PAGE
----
A new SGA logo has been created, as well as an online suggestion box.

“We’re working right now on an event for students to meet their senators to come find out who they’re supposed to talk to,” he said.

Jenny Butler, assistant director for campus life at Tech, said Wyllia is “a great student” who has been involved in several activities that she’s also had a hand in.

She is one of his advisers in his role as SGA president.

“That’s kind of like the highest honor a student can hold on campus,” Butler said. “He’s got a lot of great things planned already, and he’s trying to make his mark this year. We’re really excited about it.”

Although he could live at home and commute, Wyllia lives on campus and was a resident assistant in his dorm for two years.

“It’s much easier to get involved and stay connected living on campus,” he said.

Being SGA president isn’t involvement enough for him, though. He’s also a tour guide for the Admissions Office (where his sister works as an admissions officer), a tutor with Upward Bound and a counselor for the Upward Bound summer-residential program for high school students.

Wyllia said he’s been a tour guide since he was a freshman, so he trains others now.

“I just enjoy the people I meet. You meet someone new every day that you didn’t even know was on campus,” he said. “I get to give my experiences; that’s the best part about it — the things I’ve been involved in — how I’ve grown as a student on campus.”

Through Upward Bound, he tutors students in grades nine through 12 at three schools: Dover, Hector and Atkins.

“Sometimes it can be hard because some of them know me, and they think they can do whatever they want,” he said, laughing.

One Saturday each month, Upward Bound has an activity on campus for the public-school students, Wyllia said.

“We pick up students who can’t afford to drive here, and I help with that as well,” he said.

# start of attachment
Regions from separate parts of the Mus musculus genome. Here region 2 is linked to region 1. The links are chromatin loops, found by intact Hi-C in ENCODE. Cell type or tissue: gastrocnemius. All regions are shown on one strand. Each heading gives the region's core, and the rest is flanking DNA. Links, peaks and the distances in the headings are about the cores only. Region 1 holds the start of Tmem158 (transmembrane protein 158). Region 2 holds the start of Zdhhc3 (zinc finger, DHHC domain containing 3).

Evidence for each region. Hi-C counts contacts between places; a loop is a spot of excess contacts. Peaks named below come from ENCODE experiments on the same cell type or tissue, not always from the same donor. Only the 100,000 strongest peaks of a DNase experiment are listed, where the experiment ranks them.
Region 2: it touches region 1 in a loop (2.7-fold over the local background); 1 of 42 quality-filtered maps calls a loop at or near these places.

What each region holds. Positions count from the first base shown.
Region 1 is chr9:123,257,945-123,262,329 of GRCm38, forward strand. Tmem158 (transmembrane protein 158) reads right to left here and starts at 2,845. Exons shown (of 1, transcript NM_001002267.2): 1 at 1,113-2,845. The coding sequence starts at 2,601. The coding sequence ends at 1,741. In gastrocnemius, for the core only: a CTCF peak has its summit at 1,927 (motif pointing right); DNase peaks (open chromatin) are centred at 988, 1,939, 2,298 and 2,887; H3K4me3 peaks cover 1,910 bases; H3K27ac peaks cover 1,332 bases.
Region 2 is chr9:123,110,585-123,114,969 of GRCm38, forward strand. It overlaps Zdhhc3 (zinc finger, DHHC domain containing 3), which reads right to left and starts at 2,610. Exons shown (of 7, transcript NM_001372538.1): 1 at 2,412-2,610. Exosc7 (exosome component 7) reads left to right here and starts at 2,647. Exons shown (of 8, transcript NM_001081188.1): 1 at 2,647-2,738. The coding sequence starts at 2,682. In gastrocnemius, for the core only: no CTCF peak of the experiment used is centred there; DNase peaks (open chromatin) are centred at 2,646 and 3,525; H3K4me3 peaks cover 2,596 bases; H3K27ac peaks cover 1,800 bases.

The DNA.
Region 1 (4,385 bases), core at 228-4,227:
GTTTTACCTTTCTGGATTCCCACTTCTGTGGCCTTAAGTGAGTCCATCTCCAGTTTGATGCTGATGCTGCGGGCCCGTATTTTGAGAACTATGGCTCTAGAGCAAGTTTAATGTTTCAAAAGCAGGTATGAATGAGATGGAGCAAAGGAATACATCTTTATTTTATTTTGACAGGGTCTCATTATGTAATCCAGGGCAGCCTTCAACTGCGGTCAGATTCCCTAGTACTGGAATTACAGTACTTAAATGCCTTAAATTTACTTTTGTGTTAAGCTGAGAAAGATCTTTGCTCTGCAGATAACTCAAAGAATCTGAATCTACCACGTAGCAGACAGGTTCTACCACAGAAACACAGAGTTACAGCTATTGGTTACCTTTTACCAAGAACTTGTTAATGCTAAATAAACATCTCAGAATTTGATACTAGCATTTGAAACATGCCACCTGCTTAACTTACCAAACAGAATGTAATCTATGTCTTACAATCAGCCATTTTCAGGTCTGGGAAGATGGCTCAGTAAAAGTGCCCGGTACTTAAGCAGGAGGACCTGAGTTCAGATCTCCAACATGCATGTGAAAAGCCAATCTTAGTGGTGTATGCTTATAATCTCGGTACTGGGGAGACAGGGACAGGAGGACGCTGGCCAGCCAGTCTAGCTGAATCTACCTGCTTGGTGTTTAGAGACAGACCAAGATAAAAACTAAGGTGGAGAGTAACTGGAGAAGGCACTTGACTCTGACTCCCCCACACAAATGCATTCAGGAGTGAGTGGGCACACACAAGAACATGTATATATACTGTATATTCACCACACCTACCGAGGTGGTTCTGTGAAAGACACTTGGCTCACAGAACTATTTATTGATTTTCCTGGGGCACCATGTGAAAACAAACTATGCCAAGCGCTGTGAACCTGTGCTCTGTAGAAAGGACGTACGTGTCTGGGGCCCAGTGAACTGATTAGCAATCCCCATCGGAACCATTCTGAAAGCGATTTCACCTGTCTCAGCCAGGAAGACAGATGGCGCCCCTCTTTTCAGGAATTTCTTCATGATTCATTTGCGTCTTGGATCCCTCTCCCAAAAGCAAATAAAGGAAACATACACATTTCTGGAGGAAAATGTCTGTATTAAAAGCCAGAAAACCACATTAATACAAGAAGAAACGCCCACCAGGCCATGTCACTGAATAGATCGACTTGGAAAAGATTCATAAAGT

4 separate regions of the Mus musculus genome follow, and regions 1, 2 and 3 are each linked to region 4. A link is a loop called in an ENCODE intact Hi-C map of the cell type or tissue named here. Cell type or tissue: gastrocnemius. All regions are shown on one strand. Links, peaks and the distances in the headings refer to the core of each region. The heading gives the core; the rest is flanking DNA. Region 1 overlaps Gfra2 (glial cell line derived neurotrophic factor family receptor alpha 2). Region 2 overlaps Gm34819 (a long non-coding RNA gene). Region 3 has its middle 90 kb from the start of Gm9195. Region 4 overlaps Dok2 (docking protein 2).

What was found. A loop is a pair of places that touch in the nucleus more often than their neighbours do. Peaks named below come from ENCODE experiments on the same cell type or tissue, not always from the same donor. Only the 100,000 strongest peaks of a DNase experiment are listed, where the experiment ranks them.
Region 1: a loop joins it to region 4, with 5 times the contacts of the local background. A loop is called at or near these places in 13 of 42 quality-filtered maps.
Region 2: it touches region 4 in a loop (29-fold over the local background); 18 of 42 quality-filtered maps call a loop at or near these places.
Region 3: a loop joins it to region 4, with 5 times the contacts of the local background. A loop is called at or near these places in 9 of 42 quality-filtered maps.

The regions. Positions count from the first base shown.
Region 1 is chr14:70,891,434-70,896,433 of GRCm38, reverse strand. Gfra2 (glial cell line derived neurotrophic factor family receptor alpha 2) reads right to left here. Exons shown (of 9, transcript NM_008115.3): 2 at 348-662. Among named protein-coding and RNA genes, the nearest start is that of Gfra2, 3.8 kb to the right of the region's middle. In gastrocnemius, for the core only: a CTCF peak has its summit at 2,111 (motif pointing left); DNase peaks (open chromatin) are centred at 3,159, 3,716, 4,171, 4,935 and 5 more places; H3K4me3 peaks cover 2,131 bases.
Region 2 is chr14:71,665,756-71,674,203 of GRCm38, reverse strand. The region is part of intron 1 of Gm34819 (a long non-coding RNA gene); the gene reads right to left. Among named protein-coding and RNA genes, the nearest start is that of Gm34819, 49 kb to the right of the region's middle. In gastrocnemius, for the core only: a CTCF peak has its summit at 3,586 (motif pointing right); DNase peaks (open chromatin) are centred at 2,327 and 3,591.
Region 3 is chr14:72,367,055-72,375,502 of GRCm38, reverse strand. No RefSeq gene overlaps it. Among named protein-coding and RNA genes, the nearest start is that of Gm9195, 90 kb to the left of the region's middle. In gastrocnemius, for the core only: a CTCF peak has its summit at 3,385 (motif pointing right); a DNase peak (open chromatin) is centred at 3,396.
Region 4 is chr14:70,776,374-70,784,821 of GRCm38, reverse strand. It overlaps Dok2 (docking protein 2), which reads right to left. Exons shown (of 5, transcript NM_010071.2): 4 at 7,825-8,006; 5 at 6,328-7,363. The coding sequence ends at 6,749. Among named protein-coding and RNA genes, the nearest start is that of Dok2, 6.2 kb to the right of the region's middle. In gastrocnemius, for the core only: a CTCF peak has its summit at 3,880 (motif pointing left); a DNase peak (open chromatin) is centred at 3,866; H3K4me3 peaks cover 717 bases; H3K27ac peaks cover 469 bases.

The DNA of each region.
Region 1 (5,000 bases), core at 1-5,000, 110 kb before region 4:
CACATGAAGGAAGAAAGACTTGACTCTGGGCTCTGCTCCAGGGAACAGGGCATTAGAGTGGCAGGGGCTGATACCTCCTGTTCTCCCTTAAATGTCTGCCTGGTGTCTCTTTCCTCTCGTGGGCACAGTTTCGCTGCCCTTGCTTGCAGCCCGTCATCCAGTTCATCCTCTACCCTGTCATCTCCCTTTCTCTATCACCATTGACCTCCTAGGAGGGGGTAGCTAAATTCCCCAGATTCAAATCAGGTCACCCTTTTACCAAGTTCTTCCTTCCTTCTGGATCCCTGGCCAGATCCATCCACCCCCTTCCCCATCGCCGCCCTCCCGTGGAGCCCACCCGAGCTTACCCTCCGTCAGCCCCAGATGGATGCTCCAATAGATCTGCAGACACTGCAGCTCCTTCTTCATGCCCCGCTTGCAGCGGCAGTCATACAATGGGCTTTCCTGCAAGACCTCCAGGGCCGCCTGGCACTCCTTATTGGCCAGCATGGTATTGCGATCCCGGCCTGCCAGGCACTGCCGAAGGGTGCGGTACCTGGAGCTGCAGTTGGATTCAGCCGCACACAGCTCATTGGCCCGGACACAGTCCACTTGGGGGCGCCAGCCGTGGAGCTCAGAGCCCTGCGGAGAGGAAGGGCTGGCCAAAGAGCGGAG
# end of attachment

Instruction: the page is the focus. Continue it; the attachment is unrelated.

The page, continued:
Wyllia is making the most of his senior year of college, just as he did in high school.

He said that in February he’ll attend a conference in Wisconsin where candidates can interview for graduate assistantships at colleges and universities.

He plans to graduate in May, and he has all sorts of ideas about his future.

Wyllia started his college career thinking he wanted to be in broadcast journalism, maybe as a producer.

“Then I learned you can get a master’s degree in higher education/student affairs,” he said. “That’s definitely what I’m going to be doing.

“I’d love to come back and work on a college campus, maybe work with organizations … or an admissions office somewhere and work in recruitment,” he said.

“I’m so involved now; you see what you do inside the classroom, and then you see all the people you get to meet and the fun you have outside the classroom,” he said. “There are so many ways to get connected and make friends and get your name out there.

“I want to help students with that so they have a well-rounded experience. I would love to be in charge of campus life somewhere. That’s what I really want, is a big job.”

Where he knows everyone, and everyone knows him.

Senior writer Tammy Keith can be reached at (501) 327-0370 or